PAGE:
It was a little over a year ago when I first photographed this abandoned apartment and dormitory complex. A completely chance find, it was once home to cement company employees relocated to the area — the apartment building to presumably house families, and the dormitory rooms for unattached workers or those who opted to move out there alone.
Returning again after 12 months or so did not disappoint in the slightest, although despite being empty since the early 1980s, one or two things had moved since that first visit, and some parts were roped off, with several new-ish signs suggesting passersby don’t do what we did and enter the buildings. By far the biggest changes, however, were positive ones. The light was much softer this time, and being out in the mountains, a few trees were already in full autumnal mode — the beauty of which made for a striking contrast to the decidedly less conventional appeal of decay and long-term abandonment.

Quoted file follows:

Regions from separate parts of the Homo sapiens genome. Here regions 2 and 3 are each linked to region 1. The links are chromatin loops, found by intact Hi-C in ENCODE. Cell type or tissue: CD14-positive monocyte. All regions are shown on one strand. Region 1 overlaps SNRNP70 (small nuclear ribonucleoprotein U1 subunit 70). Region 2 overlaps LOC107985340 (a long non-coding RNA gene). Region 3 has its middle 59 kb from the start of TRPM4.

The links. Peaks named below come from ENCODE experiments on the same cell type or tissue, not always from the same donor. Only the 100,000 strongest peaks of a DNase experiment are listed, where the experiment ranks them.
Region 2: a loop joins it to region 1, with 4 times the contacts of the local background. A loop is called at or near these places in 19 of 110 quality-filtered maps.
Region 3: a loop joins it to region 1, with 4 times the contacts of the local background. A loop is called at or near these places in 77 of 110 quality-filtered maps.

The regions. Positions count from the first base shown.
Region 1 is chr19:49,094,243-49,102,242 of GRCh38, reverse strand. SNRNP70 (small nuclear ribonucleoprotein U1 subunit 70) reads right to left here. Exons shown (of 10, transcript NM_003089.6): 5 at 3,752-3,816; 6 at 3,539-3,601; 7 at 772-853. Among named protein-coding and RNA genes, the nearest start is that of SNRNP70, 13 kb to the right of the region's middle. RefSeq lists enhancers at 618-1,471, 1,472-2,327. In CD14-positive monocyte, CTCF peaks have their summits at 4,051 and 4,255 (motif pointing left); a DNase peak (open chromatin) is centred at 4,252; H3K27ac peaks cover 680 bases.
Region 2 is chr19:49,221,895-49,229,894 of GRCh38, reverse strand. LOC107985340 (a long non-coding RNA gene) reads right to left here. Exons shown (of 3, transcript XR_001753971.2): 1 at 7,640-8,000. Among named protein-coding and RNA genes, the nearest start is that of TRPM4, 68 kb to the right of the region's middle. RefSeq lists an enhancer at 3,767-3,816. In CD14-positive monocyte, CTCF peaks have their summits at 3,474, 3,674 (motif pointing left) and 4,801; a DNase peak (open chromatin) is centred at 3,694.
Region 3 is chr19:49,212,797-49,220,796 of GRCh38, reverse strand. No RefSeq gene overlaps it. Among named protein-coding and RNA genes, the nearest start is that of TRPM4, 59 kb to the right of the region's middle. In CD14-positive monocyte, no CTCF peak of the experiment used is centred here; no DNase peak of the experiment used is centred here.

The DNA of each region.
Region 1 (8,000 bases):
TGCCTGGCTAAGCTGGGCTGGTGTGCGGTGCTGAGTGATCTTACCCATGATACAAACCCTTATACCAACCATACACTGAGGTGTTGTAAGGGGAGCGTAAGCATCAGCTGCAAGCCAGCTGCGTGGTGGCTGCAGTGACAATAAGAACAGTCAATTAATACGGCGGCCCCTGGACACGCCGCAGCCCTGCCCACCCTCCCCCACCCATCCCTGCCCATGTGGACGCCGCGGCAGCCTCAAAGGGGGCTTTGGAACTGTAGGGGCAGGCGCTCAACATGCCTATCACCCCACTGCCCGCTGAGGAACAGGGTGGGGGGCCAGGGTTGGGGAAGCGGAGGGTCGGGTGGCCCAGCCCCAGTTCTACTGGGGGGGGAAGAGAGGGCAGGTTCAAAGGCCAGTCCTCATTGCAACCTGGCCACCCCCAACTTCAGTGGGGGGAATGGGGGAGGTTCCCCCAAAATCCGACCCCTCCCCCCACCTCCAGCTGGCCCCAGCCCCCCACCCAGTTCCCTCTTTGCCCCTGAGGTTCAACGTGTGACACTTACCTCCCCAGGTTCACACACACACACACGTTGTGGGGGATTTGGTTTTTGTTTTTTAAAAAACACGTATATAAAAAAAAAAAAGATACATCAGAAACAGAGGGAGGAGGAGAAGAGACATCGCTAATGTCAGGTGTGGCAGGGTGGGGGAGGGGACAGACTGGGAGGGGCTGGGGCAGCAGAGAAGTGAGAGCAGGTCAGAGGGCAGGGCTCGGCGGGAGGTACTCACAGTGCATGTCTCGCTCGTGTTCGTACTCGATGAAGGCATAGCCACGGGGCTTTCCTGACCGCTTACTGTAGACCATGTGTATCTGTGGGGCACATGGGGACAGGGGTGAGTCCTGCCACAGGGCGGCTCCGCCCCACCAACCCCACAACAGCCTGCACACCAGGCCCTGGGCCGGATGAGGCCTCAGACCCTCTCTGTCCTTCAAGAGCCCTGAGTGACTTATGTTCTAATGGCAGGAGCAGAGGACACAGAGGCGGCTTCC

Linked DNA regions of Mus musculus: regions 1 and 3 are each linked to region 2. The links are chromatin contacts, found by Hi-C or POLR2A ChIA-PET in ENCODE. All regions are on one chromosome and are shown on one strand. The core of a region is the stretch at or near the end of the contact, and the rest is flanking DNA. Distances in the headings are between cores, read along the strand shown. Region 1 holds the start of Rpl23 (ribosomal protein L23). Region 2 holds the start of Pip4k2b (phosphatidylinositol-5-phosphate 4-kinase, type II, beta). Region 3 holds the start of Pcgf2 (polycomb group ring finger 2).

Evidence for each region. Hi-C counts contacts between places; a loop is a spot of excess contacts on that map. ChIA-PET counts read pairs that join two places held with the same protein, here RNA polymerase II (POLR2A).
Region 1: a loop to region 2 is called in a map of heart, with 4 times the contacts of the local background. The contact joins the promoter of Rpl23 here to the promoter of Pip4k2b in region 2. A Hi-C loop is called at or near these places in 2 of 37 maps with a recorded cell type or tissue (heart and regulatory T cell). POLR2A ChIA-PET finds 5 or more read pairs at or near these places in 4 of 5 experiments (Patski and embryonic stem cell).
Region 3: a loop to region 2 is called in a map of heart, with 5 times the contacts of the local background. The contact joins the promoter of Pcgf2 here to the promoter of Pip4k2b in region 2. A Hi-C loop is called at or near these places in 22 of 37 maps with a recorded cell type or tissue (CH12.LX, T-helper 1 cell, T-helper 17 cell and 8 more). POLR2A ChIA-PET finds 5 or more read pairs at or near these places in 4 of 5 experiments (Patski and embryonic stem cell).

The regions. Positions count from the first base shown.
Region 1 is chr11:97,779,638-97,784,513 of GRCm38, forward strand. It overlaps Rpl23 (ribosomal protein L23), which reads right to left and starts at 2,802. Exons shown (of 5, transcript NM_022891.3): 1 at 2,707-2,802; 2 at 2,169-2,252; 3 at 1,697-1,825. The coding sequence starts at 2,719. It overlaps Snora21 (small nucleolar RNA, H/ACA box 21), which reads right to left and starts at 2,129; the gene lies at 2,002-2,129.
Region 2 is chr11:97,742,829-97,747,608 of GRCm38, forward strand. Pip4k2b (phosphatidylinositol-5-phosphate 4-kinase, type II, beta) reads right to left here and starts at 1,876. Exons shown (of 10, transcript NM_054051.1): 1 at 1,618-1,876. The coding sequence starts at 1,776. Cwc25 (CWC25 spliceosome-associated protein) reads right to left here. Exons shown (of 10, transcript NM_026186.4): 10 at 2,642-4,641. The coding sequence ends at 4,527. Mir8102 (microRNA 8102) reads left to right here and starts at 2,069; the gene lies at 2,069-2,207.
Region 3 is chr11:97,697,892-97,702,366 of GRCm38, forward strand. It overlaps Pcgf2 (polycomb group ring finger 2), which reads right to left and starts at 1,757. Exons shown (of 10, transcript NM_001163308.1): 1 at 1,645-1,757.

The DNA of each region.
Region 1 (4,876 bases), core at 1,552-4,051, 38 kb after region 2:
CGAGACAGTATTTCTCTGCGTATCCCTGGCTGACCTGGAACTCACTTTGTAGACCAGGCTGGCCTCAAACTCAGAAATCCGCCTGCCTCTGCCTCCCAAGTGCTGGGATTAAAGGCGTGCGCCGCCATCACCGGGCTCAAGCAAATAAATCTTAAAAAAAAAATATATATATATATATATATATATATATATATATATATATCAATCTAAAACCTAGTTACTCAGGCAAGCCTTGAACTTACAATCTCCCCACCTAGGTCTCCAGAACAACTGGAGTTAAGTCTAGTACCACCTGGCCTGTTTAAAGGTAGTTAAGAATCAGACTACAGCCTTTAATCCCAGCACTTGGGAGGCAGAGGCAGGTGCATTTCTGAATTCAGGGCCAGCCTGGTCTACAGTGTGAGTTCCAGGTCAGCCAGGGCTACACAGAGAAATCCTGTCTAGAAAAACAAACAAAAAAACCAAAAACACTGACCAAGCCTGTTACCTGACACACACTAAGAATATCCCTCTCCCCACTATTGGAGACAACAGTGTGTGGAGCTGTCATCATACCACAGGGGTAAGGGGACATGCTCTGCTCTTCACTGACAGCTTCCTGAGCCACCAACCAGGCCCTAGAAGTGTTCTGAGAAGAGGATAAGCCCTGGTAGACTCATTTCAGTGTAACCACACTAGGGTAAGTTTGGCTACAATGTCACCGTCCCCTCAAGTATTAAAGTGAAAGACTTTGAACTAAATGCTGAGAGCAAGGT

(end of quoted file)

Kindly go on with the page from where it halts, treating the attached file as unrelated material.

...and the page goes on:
Going back also proved interesting beyond the simple pleasure of photographing a genuinely interesting set of structures. It offered the chance to see things I’d missed the first time, as well as try some different shots and angles. The more manageable light aided those experiments, and the aforementioned seasonal hues made for a few truly unique visual gifts. All of which is more than enough in regards explanation, so here is what 40 years of Mother Nature and abandonment do to former homes and living spaces.